What does an Administrative Law Judge, Adjudicator, and Hearing Officer do?
Conduct hearings to recommend or make decisions on claims concerning government programs or other government-related matters. Determine liability, sanctions, or penalties, or recommend the acceptance or rejection of claims or settlements.
- Prepare written opinions and decisions.
- Review and evaluate data on documents, such as claim applications, birth or death certificates, and physician or employer records.
- Research and analyze laws, regulations, policies, and precedent decisions to prepare for hearings and to determine conclusions.
- Confer with individuals or organizations involved in cases to obtain relevant information.
- Recommend the acceptance or rejection of claims or compromise settlements according to laws, regulations, policies, and precedent decisions.
- Explain to claimants how they can appeal rulings that go against them.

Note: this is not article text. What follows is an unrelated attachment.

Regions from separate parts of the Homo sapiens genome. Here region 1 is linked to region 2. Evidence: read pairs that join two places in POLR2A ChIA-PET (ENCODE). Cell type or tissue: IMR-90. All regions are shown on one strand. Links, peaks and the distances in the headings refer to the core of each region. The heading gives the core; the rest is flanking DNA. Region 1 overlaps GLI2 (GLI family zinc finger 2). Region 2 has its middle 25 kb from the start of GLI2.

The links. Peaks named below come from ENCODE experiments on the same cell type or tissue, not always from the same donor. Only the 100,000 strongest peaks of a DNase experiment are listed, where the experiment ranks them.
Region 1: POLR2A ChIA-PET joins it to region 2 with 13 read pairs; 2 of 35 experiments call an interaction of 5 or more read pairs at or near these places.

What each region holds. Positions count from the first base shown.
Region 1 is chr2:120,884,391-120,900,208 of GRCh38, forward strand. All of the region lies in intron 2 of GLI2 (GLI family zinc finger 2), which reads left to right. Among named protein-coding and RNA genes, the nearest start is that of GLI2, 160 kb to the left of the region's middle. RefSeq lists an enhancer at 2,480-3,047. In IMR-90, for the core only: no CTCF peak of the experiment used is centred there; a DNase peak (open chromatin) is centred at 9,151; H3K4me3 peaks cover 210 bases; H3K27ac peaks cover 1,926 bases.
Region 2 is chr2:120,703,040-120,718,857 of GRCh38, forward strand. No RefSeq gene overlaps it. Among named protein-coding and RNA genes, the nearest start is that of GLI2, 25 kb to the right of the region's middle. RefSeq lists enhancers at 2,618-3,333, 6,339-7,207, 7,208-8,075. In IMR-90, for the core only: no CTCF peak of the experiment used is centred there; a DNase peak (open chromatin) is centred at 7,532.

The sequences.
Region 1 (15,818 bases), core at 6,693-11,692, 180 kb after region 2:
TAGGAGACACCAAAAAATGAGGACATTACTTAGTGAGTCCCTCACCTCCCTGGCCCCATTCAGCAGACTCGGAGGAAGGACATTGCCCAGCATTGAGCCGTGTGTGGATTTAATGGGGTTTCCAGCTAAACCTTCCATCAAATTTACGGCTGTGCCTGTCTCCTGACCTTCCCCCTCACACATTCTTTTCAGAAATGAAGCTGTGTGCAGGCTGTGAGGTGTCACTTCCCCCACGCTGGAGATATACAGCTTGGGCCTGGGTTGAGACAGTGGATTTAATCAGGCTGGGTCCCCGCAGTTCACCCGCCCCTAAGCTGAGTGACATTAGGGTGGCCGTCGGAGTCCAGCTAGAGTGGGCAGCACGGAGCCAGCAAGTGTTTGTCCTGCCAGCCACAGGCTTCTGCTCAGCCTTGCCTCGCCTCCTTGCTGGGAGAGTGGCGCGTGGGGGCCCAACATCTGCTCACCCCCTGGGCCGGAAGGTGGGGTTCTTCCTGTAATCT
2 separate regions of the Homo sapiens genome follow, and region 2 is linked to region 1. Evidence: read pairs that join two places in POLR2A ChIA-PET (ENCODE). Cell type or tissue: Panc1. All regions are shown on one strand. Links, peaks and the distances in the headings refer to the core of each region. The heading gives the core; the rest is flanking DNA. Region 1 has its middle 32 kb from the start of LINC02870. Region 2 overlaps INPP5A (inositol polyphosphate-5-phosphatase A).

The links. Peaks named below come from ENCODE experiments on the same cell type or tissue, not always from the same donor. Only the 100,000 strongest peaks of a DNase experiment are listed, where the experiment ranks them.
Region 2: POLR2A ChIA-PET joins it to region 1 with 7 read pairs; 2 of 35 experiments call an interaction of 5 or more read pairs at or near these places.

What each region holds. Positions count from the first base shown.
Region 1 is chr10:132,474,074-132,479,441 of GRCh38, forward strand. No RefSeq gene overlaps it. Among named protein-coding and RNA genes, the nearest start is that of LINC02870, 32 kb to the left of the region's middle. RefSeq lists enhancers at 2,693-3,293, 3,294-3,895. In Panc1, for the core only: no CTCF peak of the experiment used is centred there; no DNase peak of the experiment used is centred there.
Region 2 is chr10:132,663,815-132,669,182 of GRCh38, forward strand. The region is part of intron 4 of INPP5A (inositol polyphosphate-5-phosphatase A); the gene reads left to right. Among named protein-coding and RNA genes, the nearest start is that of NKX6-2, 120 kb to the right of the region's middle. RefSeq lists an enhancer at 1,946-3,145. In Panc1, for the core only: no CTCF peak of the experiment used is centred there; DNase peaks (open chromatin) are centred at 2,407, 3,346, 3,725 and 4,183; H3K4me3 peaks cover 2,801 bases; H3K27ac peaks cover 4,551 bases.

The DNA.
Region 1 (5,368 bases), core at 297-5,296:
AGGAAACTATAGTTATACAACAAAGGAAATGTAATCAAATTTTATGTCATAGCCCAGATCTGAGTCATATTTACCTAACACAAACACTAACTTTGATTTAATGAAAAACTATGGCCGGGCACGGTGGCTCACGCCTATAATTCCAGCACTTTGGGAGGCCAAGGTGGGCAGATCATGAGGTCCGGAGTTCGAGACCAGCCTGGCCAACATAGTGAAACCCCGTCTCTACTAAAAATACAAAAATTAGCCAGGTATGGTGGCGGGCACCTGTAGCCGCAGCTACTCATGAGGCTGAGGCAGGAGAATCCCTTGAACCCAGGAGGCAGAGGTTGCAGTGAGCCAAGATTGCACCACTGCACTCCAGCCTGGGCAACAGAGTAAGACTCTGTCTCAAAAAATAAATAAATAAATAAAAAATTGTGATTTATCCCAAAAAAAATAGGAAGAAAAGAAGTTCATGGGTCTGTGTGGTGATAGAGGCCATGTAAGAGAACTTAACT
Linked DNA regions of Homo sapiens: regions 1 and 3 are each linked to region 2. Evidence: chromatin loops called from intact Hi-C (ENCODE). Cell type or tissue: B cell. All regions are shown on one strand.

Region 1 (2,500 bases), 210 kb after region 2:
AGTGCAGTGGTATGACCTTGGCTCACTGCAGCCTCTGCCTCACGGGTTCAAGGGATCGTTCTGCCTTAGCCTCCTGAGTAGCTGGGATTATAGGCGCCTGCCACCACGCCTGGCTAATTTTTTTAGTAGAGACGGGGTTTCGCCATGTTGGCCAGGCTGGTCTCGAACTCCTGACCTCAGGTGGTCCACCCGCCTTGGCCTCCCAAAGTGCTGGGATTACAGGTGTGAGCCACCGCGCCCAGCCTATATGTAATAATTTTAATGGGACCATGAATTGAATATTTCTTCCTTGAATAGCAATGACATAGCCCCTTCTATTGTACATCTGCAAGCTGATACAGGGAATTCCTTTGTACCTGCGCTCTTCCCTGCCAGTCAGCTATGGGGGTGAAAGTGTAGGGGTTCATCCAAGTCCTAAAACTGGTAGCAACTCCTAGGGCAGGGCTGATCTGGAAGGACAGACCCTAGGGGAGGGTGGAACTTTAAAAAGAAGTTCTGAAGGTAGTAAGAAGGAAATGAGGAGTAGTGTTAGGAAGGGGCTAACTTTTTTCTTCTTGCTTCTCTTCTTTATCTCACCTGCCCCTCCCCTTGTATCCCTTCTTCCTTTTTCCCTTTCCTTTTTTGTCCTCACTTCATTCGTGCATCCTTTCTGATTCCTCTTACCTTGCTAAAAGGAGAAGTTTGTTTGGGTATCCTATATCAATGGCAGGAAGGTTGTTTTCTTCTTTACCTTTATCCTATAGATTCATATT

- Monitor and direct the activities of trials and hearings to ensure that they are conducted fairly and that courts administer justice while safeguarding the legal rights of all involved parties.
- Authorize payment of valid claims and determine method of payment.
- Conduct hearings to review and decide claims regarding issues such as social program eligibility, environmental protection, and enforcement of health and safety regulations.
- Rule on exceptions, motions, and admissibility of evidence.
- Determine existence and amount of liability according to current laws, administrative and judicial precedents, and available evidence.
- Issue subpoenas and administer oaths in preparation for formal hearings.
- Conduct studies of appeals procedures in field agencies to ensure adherence to legal requirements and to facilitate determination of cases.